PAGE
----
Q: I was told the fine for passing a school bus, when the red lights are activated and the stop arm is extended, had recently increased.
A: In 2017, the fine for a school bus stop arm/red lights violation increased from $300 to $500 here in Minnesota.
Motorists must stop at least 20 feet from a school bus that is displaying red flashing lights and/or its stop arm is extended when approaching from the rear and from the opposite direction on undivided roads.
Red flashing lights on buses indicate students are either entering or exiting the bus.
Motorists are not required to stop for a bus if the bus is on the opposite side of a separated roadway (median, etc.) — but they should remain alert for pedestrians.
Motorists also need to watch for school crossing patrols and pedestrians. Reduce speeds in and around school zones and watch and stop for pedestrians in both marked and unmarked crosswalks at all street corners.
Students can do their part in helping the bus driver focus on the road and help keep themselves safe outside and inside the school bus.
When waiting for the bus: be patient, stand back from road and no running or rowdy behavior.
When on the bus: stay seated, listen to the driver and use quiet voices.
When getting off a bus, look to be sure no cars are passing on the shoulder.
Before crossing the street, take five “giant steps” out from the front of the bus, or until the driver’s face can be seen and wait for the driver to signal that it’s safe to cross.
Look left-right-left when coming to the edge of the bus to make sure traffic is stopped. Keep watching traffic when crossing.
In Minnesota, school buses make at least 10,000 school bus trips daily. According to the National Highway Traffic Safety Administration, school buses are the safest mode of transportation for children and they are eight times safer riding in a bus to school than any other vehicles.
From years 2013 - 2017, there were 3,451 school bus crashes in Minnesota, resulting in seven deaths.
Here is a video link about school bus safety: https://youtu.be/TS-4aRELaA8
Q: As we are ending the motorcycle season I heard of an individual near Rochester who was killed by going off the road and struck a sign head on. He was not wearing a helmet. Being an individual who has been in a motorcycle accident with the helmet likely saving my life, why are helmets not required in the State of Minnesota for all two and three wheel bikes?
A: In my law enforcement career, I investigated far too many serious injury and fatal motorcycle crashes where a helmet could have made a difference.
There is no helmet law in Minnesota, unless the operator is under 18 years of age or is operating with a permit. Even though there is no helmet law, it is recommended that one is worn to help prevent death or serious injury.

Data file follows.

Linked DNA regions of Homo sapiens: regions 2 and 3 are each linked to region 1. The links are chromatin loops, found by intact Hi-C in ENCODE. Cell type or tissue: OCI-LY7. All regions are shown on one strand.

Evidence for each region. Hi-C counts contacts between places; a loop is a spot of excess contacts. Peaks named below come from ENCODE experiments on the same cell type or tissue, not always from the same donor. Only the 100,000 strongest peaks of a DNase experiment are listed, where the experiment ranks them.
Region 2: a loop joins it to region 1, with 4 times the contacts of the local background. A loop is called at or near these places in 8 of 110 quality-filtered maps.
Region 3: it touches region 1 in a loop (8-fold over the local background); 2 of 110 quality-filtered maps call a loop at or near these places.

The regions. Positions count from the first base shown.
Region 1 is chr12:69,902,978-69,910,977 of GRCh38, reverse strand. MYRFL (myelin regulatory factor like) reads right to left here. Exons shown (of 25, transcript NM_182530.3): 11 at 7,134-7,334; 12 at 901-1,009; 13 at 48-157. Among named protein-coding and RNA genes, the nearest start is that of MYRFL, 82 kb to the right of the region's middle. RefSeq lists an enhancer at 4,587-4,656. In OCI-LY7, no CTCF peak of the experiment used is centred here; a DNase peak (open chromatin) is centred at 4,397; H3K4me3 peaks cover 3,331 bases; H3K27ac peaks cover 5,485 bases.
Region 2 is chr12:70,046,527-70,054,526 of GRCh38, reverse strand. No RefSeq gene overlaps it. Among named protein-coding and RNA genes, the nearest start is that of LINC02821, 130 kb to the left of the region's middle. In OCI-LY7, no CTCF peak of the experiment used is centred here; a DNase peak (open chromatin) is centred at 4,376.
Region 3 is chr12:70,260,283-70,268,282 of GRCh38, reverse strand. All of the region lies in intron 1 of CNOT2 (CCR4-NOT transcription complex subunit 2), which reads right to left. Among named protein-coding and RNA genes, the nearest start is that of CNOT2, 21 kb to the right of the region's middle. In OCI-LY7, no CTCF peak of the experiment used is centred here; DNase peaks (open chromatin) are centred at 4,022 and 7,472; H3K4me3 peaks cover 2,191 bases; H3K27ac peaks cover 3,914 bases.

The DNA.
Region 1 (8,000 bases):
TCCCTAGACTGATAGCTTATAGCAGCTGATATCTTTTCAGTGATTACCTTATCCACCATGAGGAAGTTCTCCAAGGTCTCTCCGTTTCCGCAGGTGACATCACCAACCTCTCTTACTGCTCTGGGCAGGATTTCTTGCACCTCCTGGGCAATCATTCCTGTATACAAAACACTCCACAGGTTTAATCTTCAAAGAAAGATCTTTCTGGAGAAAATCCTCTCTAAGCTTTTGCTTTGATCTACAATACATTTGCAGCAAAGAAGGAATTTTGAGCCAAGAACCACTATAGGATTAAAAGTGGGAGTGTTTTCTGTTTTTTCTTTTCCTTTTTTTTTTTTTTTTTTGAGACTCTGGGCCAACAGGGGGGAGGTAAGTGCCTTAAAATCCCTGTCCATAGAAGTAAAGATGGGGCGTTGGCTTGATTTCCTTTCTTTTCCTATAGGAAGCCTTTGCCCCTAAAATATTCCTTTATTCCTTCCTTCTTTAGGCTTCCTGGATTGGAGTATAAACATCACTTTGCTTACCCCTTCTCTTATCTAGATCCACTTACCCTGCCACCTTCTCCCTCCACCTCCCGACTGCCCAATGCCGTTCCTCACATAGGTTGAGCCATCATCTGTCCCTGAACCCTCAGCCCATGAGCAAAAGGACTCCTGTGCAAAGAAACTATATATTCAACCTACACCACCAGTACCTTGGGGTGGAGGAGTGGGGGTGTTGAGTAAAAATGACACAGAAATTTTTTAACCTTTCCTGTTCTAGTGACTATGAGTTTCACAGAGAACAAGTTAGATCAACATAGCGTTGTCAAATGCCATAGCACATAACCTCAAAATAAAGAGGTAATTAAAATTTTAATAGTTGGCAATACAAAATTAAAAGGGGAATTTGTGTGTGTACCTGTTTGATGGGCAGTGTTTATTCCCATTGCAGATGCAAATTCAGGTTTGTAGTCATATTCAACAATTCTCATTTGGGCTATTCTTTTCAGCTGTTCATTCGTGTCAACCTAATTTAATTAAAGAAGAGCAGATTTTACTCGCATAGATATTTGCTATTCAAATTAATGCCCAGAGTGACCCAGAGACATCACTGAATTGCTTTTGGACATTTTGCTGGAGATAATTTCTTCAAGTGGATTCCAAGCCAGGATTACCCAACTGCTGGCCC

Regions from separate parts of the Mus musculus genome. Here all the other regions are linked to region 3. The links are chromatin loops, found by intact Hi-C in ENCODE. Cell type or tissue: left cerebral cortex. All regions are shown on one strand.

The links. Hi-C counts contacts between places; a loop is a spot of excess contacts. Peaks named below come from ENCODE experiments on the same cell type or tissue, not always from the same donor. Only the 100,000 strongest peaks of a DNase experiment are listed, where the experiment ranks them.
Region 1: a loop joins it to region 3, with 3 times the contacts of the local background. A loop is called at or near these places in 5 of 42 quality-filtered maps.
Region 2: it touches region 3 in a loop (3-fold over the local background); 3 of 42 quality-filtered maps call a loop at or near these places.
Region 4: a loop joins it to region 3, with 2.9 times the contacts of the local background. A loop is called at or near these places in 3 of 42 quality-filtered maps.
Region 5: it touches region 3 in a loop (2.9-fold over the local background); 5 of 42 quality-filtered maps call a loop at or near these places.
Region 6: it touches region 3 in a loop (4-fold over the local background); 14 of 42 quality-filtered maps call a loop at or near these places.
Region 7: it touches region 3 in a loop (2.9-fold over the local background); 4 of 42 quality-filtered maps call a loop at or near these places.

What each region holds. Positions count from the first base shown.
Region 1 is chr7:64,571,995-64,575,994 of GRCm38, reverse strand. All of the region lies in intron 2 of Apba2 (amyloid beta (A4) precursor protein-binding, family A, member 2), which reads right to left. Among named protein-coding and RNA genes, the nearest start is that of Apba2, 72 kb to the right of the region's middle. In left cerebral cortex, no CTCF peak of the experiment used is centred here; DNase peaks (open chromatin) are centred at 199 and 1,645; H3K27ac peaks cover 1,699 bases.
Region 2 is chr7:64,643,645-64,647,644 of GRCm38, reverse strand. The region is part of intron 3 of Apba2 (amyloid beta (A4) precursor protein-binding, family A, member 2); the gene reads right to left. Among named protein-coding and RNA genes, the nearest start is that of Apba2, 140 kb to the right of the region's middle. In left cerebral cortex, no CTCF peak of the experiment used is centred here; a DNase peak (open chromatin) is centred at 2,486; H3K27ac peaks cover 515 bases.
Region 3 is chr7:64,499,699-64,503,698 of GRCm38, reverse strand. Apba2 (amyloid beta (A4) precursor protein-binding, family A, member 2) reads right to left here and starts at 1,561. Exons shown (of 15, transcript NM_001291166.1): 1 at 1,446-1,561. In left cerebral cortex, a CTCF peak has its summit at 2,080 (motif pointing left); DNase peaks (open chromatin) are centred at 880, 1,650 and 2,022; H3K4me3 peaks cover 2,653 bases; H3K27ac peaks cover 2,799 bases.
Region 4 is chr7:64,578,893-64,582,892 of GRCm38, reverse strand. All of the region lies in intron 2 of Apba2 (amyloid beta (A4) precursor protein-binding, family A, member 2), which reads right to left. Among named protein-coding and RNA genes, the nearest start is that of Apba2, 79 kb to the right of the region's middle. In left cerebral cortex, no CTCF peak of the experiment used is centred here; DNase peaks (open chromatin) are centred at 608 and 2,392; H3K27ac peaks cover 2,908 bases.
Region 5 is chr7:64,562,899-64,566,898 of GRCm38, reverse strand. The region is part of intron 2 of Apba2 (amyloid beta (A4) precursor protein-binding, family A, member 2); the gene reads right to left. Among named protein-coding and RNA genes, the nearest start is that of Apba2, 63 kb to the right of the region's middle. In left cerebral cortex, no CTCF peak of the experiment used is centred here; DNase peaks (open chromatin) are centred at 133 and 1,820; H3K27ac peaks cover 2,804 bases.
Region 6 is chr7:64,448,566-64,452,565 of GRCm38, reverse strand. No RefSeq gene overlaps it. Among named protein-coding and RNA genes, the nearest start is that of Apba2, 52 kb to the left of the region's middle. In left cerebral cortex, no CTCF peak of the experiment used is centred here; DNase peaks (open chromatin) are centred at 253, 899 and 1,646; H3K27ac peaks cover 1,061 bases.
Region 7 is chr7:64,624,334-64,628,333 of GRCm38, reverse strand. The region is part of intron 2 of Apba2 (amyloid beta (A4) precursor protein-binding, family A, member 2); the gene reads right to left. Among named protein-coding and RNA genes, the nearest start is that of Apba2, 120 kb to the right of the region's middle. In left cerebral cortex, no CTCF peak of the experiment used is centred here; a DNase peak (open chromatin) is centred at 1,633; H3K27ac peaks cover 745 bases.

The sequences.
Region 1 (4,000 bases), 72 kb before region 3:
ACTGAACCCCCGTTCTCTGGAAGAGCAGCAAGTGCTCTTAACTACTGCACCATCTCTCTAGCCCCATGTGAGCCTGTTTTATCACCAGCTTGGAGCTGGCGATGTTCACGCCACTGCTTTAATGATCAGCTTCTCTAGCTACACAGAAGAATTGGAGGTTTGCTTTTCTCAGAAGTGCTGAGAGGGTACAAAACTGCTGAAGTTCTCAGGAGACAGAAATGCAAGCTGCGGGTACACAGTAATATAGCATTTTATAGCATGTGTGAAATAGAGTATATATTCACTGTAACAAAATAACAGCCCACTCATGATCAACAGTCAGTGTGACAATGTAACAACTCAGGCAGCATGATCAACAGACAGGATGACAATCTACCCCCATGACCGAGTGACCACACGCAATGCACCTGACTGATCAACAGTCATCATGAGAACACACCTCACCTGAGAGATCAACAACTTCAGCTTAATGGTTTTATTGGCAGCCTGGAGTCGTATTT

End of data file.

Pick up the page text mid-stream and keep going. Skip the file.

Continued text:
The benefits helmets offer are clear; they protect the head in the event of a crash. In 2018, only sixteen (28%) of the 58 motorcycle riders killed were known to be wearing a helmet. Of the 913 motorcyclists injured, only 416 (46%) were known to be wearing a helmet.
In 2018, 550 (55%) motorcycle crashes were single-vehicle crashes. In these crashes, the factors that reporting officers list most often are run off road (14%), careless/negligent/erratic driving (13%) and driver speeding (9%).
Just under half of all motorcycle crashes involve a collision with another vehicle. In many crashes, the driver never saw the motorcyclist — or did not see the rider until it was too late. It is important for everyone to pay attention and avoid all distractions while driving. We need to be 100% attentive when driving any type of motor vehicle.
My advice is to always wear an approved helmet as it can and will reduce your chances of being seriously injured or killed.
Q: How do “smarter” cars know what the speed limit is on the road? I wonder how accurate they really are.
A: My advice is to not solely rely on the displayed GPS speed reading for your vehicle’s actual speed. Your vehicle’s speedometer is the best way to determine how fast you are traveling.
A GPS is a positional speedometer. It will show your speed based on the average distance covered off of several readings over the last few seconds and are generally accurate under normal driving conditions. The speed readings could be inaccurate if there is a temporary loss of signal.
The new law allows a driver to use their cell phone to make calls, text, listen to music or podcasts and get directions, but only by voice commands or single touch activation without holding the phone. Always be alert and be aware of the posted speed limit signs while driving. Remember that the speed limits start and end at where the signs are located.
Send questions to Sgt. Neil Dickenson – Minnesota State Patrol at 1131 Mesaba Ave., Duluth, MN 55811 or firstname.lastname@example.org.